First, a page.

History of the Ouija Board


Ouija: Origin of Evil hits theaters this coming Friday, October 21st. It is a prequel to 2014’s Ouija, exploring the origins of the antagonist that haunted a small group of teens who were attempting to contact their deceased friend. With the release of the prequel and the coming of Halloween in just a few weeks, the mystery and haunting allure of the Ouija board will undoubtedly be the subject of many a spooky sleepover or party, complete with plenty of freak-outs and goosebumps. Yet the history of the board itself is more mundane than mysterious. Far from an ancient device with magical properties, it is the result of modern invention.


Purported seance for Houdini

Spiritualism was a mainstay of 19th century American culture. In short, it was the belief that individuals could converse with the dearly departed through various means, mostly through mediums that employed such techniques as automatic writing and wall rapping. This belief wasn’t just adopted by fringe society members, but such notables as First Lady Mary Todd Lincoln. In those days, spiritualism and religion went hand in hand; at the very least, it was not looked down upon by any noted members of clergy from any faith.

For all its mysticism and adherents, however, the problem with mediums and their methods of communicating with the dead was that it was very slow with results. For instance, with wall rapping, the medium would sit and say letters of the alphabet. The “ghost” would rap on the wall when the appropriate letter was reached, and so folks would have to sit and wait while sentences were tapped out. A quicker method was needed.

The Board

Ouija board

It isn’t really known who devised the idea of the “talking board.” Newspaper articles of the time don’t give any hint; instead, they merely report of the existence of the board in the spiritualist camps of Ohio. Businessman Charles Kennard acted on this news, gathering a small group of investors to create the Kennard Novelty Company with the sole purpose of manufacturing and selling the boards. Legend has it they consulted the board itself for what to name it; historians generally agree, however, that it was likely a derivative of the name Ouida, a women’s rights activist and author that the sister-in-law of one of the investors deeply admired.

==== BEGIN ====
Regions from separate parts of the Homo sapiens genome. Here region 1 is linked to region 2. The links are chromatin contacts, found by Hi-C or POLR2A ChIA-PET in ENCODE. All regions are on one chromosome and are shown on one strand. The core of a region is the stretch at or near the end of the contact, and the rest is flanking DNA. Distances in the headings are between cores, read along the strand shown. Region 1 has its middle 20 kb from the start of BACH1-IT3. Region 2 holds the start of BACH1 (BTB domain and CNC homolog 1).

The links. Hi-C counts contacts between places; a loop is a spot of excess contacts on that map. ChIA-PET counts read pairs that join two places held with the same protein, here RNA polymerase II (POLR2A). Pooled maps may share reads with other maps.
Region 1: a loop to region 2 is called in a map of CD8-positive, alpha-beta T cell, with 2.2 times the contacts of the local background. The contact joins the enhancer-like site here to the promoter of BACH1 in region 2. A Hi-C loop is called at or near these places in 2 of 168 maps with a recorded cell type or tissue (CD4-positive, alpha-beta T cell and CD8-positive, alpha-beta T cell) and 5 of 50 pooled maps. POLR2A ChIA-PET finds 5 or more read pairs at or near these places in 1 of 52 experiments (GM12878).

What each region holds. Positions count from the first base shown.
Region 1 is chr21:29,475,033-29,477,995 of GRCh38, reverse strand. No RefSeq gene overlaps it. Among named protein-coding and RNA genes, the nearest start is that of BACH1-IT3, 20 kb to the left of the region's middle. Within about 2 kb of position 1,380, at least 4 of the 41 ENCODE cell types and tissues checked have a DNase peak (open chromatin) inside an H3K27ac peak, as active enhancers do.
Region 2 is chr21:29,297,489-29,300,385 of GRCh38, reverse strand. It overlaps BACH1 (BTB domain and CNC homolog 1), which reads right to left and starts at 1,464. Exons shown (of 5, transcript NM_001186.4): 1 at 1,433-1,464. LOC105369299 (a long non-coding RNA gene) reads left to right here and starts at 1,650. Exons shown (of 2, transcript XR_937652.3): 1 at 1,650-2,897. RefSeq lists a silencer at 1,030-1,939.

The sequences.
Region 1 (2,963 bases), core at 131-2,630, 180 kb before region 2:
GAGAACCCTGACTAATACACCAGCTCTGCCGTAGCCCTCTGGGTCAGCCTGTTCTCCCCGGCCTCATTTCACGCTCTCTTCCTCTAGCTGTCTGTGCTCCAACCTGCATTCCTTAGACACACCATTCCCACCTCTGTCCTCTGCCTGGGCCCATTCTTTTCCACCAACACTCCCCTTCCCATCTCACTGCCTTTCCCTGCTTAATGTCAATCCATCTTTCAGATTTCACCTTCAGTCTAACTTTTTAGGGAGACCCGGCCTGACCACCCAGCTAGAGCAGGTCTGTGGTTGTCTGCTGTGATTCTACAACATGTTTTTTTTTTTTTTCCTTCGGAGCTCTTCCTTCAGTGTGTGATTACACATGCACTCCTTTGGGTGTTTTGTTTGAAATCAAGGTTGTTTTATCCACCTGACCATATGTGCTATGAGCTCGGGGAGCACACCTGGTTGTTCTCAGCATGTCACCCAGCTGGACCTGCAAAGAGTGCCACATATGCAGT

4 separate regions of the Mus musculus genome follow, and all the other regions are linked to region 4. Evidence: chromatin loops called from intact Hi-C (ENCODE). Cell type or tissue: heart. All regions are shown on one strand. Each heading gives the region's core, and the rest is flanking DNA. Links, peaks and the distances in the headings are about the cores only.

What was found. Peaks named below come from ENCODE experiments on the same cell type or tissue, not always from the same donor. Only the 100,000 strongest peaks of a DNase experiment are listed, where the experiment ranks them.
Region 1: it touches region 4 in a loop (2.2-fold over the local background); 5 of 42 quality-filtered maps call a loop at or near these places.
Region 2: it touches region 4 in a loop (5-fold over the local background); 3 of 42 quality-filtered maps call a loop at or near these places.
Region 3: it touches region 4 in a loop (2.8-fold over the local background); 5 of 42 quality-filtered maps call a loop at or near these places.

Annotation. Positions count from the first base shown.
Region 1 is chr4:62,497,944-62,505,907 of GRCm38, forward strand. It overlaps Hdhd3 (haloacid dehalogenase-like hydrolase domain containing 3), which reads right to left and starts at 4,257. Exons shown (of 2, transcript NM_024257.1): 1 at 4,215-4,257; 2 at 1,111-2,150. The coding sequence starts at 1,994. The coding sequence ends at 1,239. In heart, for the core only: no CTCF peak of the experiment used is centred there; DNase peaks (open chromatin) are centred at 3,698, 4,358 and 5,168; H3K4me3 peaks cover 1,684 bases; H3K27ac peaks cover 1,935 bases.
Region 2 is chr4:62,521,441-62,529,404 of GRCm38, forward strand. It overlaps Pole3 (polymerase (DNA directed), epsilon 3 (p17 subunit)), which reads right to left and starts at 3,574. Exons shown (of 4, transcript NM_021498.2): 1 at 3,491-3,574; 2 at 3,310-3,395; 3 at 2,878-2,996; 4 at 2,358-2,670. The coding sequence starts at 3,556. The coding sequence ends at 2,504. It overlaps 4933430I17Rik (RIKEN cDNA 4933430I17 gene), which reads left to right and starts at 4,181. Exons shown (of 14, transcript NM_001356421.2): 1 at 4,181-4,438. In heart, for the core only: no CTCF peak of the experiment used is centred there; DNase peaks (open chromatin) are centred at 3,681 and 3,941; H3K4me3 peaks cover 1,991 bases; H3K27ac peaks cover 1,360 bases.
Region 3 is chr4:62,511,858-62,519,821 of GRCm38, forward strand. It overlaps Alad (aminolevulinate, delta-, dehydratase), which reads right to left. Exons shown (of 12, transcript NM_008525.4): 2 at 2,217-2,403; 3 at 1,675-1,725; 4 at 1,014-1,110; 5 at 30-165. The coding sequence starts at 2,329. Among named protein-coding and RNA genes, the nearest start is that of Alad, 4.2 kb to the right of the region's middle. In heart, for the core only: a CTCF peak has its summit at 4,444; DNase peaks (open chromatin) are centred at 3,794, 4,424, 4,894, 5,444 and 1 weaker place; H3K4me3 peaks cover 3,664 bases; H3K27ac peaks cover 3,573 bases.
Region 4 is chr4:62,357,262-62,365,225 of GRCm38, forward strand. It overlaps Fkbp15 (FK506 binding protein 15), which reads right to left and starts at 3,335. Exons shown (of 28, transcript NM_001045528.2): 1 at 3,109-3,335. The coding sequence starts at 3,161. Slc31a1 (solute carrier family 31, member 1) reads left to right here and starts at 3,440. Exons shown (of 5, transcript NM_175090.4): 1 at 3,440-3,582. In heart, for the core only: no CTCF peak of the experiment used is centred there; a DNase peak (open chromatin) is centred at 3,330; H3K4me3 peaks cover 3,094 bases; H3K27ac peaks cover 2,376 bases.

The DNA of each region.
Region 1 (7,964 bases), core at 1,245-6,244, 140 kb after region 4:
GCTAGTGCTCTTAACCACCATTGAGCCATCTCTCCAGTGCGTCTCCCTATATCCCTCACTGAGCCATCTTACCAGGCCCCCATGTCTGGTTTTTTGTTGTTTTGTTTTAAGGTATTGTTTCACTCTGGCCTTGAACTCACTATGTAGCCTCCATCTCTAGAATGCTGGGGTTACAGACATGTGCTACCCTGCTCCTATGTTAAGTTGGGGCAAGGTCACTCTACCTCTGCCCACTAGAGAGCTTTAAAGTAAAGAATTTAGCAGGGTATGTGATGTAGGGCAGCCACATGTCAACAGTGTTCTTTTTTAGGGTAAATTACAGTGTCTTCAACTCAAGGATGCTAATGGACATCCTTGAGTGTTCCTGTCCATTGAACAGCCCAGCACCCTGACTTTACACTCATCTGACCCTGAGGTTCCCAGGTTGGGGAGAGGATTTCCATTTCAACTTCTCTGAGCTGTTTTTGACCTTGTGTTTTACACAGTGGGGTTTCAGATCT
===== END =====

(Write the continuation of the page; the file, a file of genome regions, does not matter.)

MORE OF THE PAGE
With the board created and properly named, all that remained was to file a patent, and then the money would roll in. If you believe the mythology surrounding the board, the creators had to demonstrate its abilities before being granted the patent. With everything on the line, they sat down with the patent officer and proceeded to use the board to answer the question he posed: how to accurately spell his name, something only he supposedly knew. Let’s forget the fact that Peters, one of the investors, was a patent attorney himself and likely already knew the answer to this question.

So began an era of mass production of the board, now known as the Ouija board. Though the original investors would later squabble about the rights to the device, it grew in such popularity that, when Parker Brothers bought out the company in 1967, it outsold Monopoly. From its original inception in 1891, all the way to 1973 – just over 80 years – the Ouija board was seen as an innocuous toy or, at most, a device that spiritualists used to grant people a bit of peace by allowing them to converse with their loved ones. The news rarely carried a case of anything untoward happening due to the use of the board… at least until the release of The Exorcist.

The Exorcist

The cover of The Exorcist

The Ouija board is a central plot devise in the movie, as the main character, Regan, uses it to communicate with her “friends.” Thus begins the narrative that has blemished the board ever since that, especially if used alone, the device can open a gateway to Hell, allowing spirits into this world that can possess the user. It’s happened in countless movies since, including the aforementioned Ouija and its soon-to-be-released prequel, Ouija: Origin of Evil.

So disturbing was The Exorcist that public opinion was soon swayed to view the board as something devilish. No longer would a Norman Rockwell-esque artist consider including it in a painting. Families rid themselves of the instrument, and soon most religious faiths had their say, buying into the hype and decrying the board as an instrument of evil. Horror writers and directors did little to detract from this sentiment, using it as a demonic plot device ever since. In fact, perhaps because of its overuse, the Ouija board is now becoming more accepted again and can be found everywhere from toy stores to phone apps.

Religious authorities still cling to their post-Exorcist view. Regardless of which way you lean, whether more toward the spiritualist or scientific, be sure you adhere to the cardinal rule: never use the Ouija board alone!

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